The faculty embraced the ideas, and the college began to move forward with measurable changes. The word measurable crops up often when Ridley talks about results at the heart of reform.
“When I got here, I talked with area school officials, and they said our students were smart, but they were not classroom ready,” Ridley explained.
It didn’t take him and his faculty long to address the problem. With major input from area teachers and principals, the college revamped the curriculum, expanded student teaching from one semester to two, and instituted ongoing performance-based observation and feedback for all teacher candidates.
Ridley says there are three phases to the realigned curriculum, called simply P1, P2 and P3.
–Scott Ridley, Dean of the College of Education
In P1, faculty teach knowledge and reasoning, which Ridley says is all that many teacher education programs do. This phase consists of basic courses and an end-of-phase assessment to measure if students really have a strong conceptual foundation.
P2 consists of case studies, video analysis and problem-solving.
“Our faculty and students talk about how they would apply the knowledge gained in P1,” he said. “At the end of this set of courses, there is yet another assessment to measure how well teacher candidates understand complex human learning dynamics in K-12 classrooms and apply hypothetical solutions. It’s a really complex case study that touches on a lot of real world issues.”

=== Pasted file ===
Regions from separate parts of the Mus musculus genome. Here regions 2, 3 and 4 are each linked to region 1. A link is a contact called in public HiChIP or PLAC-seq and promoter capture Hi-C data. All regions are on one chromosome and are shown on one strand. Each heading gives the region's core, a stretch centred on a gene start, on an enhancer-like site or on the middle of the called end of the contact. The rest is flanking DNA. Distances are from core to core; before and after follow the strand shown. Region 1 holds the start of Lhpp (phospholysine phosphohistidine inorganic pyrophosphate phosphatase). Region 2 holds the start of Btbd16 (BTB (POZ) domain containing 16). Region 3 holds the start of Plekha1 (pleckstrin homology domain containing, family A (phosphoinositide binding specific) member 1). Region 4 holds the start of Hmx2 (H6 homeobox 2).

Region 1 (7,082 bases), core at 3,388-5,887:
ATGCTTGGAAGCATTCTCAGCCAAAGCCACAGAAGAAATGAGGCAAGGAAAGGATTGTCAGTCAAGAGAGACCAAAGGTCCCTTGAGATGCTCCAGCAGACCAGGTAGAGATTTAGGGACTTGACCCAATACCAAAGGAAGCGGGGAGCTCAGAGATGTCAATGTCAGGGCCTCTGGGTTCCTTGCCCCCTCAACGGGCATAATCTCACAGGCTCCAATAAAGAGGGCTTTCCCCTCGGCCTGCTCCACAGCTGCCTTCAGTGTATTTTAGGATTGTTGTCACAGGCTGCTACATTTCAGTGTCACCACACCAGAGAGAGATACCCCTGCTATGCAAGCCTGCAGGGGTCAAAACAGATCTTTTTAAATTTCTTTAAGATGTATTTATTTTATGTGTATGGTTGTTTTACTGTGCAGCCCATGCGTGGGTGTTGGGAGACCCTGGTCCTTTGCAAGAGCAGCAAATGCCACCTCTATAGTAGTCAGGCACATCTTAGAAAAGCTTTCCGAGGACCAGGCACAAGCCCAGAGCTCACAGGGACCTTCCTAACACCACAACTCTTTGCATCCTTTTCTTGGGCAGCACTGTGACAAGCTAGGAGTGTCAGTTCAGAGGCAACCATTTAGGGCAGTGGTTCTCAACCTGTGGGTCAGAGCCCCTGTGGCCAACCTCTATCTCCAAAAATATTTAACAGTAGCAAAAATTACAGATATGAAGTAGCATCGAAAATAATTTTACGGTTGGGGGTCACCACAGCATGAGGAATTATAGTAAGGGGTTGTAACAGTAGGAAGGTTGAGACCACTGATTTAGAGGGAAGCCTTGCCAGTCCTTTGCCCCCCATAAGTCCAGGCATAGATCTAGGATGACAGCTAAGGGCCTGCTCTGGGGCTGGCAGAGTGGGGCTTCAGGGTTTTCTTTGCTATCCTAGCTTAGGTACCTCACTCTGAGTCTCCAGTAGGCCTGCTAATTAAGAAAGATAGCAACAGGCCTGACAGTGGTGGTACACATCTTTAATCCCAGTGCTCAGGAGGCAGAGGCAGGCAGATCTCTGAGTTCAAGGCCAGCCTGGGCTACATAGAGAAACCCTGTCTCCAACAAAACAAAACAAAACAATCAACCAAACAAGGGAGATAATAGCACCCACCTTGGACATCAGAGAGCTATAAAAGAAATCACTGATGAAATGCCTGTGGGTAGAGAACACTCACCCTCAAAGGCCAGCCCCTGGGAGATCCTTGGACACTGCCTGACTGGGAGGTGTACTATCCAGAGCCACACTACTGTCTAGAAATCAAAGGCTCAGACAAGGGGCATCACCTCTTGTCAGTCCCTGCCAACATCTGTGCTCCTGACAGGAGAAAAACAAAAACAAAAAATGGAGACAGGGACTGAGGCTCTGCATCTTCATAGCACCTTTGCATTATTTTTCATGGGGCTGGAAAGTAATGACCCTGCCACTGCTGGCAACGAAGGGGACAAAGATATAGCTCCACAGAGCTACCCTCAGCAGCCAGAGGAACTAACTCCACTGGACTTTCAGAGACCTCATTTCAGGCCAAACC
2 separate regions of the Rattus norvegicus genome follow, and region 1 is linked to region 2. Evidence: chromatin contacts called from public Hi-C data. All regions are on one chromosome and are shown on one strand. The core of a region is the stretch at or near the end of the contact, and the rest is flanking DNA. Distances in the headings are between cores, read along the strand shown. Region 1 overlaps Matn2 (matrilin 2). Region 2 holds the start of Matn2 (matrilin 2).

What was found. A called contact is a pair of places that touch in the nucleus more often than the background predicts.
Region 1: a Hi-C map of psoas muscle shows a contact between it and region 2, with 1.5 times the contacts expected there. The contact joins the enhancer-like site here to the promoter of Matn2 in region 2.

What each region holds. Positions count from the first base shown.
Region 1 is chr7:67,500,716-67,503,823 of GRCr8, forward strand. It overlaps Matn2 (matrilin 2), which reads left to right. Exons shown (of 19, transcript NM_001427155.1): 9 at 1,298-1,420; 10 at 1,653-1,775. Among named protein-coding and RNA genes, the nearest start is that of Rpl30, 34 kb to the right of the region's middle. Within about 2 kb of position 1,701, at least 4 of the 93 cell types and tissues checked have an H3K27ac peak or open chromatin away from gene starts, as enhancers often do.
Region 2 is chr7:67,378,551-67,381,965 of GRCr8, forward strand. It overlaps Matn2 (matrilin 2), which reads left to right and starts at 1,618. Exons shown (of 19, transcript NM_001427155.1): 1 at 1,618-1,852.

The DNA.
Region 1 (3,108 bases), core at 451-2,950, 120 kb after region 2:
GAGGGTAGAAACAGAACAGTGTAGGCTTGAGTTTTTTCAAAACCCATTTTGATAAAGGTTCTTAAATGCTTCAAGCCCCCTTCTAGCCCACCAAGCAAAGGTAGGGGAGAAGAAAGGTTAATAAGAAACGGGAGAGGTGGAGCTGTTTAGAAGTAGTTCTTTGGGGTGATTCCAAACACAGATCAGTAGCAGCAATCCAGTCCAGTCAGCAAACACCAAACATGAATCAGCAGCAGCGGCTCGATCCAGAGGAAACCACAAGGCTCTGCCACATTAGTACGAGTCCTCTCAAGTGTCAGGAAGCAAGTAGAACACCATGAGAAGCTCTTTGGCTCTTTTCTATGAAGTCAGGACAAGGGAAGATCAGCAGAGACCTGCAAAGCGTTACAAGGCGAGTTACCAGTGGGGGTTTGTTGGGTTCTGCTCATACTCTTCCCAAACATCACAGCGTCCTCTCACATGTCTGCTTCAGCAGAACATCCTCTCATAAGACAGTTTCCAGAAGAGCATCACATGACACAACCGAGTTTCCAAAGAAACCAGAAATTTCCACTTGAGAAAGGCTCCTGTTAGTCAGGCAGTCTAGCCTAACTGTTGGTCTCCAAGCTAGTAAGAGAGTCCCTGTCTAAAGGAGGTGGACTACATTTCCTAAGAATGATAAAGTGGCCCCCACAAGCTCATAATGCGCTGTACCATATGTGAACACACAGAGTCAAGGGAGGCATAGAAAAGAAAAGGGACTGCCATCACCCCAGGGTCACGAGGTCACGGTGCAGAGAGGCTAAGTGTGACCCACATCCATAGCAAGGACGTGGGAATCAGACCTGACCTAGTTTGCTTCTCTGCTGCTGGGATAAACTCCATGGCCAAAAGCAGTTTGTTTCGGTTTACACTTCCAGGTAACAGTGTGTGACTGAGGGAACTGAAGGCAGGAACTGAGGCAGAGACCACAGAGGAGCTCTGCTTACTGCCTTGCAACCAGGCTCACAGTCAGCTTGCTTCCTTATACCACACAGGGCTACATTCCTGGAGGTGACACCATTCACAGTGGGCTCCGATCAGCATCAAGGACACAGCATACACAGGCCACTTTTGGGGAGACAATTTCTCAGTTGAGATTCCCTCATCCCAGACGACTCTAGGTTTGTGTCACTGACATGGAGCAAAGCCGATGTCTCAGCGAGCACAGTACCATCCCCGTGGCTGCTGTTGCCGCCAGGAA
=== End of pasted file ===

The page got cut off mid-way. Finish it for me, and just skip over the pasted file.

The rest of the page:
In P3, every student in the college does an internship or student teaching.
“It doesn’t matter if the student is an undergrad or a doctoral student, there is some sort of internship where the student is observed by faculty and given feedback in a series of performance reviews,” said Ridley.
One of the most novel approaches implemented is TechTeach. This approach allows teacher candidates to work in a school classroom while capturing video of their experiences on an iPad. The video is uploaded to a password-protected website and faculty observe the candidate and give feedback around a rubric of teaching effectiveness.
“At first, we had to twist some principals’ arms to get them to let us employ our new methods in their classrooms,” Ridley said. “They were skeptical, but now they want to hire every graduate we can send them.”
Joel Castro, associate superintendent, priority schools, of the Lubbock Independent School District (LISD), echoes Ridley.
“We were hesitant at first to host the new TechTeach program at first, but once we saw what the college was trying to do, we changed our minds,” he said. “Now we almost have principals fighting over these graduates.”